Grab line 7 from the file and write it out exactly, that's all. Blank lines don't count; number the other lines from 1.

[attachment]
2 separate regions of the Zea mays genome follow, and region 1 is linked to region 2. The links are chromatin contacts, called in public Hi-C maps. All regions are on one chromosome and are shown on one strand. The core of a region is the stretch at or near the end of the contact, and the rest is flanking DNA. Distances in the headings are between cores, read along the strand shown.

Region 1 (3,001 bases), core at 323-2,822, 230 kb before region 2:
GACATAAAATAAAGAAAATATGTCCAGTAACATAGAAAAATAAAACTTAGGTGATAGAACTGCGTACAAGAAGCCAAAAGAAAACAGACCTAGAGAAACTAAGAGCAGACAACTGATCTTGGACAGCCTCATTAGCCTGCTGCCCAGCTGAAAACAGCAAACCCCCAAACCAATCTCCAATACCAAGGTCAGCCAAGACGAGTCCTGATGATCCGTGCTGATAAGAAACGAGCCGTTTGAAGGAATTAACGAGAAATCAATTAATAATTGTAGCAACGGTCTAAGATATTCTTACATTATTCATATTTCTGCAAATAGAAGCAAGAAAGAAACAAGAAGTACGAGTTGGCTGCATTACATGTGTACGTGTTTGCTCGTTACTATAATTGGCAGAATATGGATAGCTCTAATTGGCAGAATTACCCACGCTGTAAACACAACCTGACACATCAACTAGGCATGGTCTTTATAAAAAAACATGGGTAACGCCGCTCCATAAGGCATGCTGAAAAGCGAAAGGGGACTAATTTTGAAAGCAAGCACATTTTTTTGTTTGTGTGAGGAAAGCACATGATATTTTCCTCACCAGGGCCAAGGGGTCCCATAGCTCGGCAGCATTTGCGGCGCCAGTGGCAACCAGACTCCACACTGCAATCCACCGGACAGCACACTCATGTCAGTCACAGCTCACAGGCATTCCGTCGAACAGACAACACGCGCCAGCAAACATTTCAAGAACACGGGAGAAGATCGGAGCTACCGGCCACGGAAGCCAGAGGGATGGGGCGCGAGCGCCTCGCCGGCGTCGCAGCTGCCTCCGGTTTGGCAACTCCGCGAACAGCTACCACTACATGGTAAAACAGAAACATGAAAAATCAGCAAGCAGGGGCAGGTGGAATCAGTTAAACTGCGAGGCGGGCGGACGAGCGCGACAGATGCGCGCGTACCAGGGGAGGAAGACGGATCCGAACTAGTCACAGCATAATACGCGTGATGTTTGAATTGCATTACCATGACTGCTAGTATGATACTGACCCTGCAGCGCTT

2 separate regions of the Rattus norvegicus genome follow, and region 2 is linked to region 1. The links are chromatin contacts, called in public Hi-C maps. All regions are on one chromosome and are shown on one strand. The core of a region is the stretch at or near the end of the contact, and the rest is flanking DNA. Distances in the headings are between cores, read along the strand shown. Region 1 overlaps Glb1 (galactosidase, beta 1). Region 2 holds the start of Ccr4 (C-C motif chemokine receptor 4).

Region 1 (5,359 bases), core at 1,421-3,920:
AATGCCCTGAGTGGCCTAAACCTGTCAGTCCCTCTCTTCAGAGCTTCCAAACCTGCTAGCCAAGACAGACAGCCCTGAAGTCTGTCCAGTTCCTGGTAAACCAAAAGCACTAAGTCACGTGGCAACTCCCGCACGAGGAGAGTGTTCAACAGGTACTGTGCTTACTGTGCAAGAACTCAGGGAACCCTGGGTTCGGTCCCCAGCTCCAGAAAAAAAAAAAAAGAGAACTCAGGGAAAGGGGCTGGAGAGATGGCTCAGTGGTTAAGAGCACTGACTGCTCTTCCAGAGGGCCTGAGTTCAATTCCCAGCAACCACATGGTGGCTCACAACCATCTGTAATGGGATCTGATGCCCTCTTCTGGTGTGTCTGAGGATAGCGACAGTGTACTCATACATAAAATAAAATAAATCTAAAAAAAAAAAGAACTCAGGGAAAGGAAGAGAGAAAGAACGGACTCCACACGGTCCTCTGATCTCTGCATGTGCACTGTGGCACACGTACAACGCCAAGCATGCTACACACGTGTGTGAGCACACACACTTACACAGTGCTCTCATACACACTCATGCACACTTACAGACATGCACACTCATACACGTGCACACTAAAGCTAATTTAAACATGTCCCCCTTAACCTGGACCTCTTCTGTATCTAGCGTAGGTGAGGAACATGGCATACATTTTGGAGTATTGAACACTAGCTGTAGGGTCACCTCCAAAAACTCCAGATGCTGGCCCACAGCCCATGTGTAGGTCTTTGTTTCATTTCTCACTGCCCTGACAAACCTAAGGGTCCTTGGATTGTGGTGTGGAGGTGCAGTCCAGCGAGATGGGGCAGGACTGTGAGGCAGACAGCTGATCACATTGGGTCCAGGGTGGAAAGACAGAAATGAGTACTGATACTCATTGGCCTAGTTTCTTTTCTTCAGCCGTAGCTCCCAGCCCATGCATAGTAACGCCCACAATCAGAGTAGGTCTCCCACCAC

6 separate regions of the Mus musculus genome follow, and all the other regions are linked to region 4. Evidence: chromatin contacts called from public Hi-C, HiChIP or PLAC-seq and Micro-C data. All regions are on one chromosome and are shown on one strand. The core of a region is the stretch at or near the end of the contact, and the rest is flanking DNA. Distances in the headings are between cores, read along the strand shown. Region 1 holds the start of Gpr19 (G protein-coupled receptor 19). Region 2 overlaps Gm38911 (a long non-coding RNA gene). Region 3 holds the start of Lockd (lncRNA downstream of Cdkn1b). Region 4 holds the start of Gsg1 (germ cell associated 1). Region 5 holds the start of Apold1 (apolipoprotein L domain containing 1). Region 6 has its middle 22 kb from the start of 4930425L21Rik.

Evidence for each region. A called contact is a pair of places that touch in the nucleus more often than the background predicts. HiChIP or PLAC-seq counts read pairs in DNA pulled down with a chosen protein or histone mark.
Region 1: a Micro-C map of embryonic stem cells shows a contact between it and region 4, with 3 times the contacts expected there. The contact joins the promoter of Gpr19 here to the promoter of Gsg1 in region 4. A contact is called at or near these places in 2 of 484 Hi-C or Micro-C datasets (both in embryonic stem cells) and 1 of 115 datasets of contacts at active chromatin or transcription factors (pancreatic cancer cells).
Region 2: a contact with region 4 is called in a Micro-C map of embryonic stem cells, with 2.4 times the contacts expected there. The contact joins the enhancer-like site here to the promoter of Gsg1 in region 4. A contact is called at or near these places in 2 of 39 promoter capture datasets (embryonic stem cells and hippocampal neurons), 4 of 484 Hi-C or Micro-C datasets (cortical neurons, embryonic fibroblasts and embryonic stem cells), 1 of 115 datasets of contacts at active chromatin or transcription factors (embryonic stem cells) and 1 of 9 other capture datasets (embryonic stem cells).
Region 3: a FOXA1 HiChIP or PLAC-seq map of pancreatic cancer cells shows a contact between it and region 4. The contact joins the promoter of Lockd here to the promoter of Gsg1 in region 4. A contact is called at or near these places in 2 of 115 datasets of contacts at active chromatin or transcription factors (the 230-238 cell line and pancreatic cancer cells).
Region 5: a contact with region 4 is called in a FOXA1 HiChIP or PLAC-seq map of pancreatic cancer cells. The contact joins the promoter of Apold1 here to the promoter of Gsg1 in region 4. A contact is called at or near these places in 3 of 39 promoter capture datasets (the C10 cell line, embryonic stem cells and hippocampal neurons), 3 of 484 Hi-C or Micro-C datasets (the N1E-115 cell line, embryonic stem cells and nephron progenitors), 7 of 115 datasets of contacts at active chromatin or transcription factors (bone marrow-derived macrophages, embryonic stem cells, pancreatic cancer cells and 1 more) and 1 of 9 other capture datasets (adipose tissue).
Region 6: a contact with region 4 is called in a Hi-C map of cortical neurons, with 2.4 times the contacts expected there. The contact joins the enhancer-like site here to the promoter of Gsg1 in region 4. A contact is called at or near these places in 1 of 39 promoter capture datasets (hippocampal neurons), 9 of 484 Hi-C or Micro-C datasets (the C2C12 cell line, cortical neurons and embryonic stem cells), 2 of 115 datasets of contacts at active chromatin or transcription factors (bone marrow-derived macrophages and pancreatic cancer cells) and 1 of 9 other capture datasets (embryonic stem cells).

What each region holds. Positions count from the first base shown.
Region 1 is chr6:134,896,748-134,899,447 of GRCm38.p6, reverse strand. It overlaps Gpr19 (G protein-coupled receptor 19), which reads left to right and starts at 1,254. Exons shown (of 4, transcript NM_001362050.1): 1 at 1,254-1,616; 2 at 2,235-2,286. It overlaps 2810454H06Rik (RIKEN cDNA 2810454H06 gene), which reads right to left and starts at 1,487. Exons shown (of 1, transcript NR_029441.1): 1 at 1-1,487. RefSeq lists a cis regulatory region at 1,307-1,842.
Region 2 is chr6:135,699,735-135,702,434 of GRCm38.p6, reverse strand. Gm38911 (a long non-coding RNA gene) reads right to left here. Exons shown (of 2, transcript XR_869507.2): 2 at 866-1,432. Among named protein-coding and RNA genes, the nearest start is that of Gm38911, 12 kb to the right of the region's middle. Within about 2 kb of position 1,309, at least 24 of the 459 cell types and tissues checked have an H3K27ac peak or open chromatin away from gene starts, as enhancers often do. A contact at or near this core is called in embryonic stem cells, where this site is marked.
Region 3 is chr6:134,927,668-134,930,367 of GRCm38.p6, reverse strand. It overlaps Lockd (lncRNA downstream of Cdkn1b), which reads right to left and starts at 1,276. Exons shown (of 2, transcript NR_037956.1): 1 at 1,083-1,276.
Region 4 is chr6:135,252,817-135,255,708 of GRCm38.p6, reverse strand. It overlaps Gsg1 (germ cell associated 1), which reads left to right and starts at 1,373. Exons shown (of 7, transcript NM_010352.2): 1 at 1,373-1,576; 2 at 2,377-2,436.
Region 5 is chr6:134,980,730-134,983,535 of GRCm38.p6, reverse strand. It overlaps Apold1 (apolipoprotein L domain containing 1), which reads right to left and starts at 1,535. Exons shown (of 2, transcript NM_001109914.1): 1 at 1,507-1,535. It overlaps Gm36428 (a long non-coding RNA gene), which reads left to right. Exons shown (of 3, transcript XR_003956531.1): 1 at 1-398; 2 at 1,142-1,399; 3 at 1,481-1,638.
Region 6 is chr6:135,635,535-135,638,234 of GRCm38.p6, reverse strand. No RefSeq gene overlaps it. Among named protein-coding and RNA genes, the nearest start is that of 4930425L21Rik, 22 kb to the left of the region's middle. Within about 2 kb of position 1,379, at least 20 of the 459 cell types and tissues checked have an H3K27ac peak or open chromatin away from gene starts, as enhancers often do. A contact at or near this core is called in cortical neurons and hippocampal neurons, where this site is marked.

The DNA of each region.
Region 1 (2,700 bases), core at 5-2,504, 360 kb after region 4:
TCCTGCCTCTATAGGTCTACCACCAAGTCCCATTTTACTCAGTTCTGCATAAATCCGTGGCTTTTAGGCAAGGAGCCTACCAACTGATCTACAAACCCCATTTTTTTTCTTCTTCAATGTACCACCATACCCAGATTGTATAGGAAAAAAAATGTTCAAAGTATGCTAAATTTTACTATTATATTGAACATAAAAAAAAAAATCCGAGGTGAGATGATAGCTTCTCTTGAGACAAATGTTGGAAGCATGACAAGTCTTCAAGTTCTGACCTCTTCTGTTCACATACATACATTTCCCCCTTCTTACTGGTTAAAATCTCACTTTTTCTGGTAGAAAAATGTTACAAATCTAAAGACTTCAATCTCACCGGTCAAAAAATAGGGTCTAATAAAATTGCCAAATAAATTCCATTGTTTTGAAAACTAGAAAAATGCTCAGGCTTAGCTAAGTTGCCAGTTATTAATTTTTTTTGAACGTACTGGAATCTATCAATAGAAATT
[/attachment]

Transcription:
6 separate regions of the Mus musculus genome follow, and all the other regions are linked to region 4. Evidence: chromatin contacts called from public Hi-C, HiChIP or PLAC-seq and Micro-C data. All regions are on one chromosome and are shown on one strand. The core of a region is the stretch at or near the end of the contact, and the rest is flanking DNA. Distances in the headings are between cores, read along the strand shown. Region 1 holds the start of Gpr19 (G protein-coupled receptor 19). Region 2 overlaps Gm38911 (a long non-coding RNA gene). Region 3 holds the start of Lockd (lncRNA downstream of Cdkn1b). Region 4 holds the start of Gsg1 (germ cell associated 1). Region 5 holds the start of Apold1 (apolipoprotein L domain containing 1). Region 6 has its middle 22 kb from the start of 4930425L21Rik.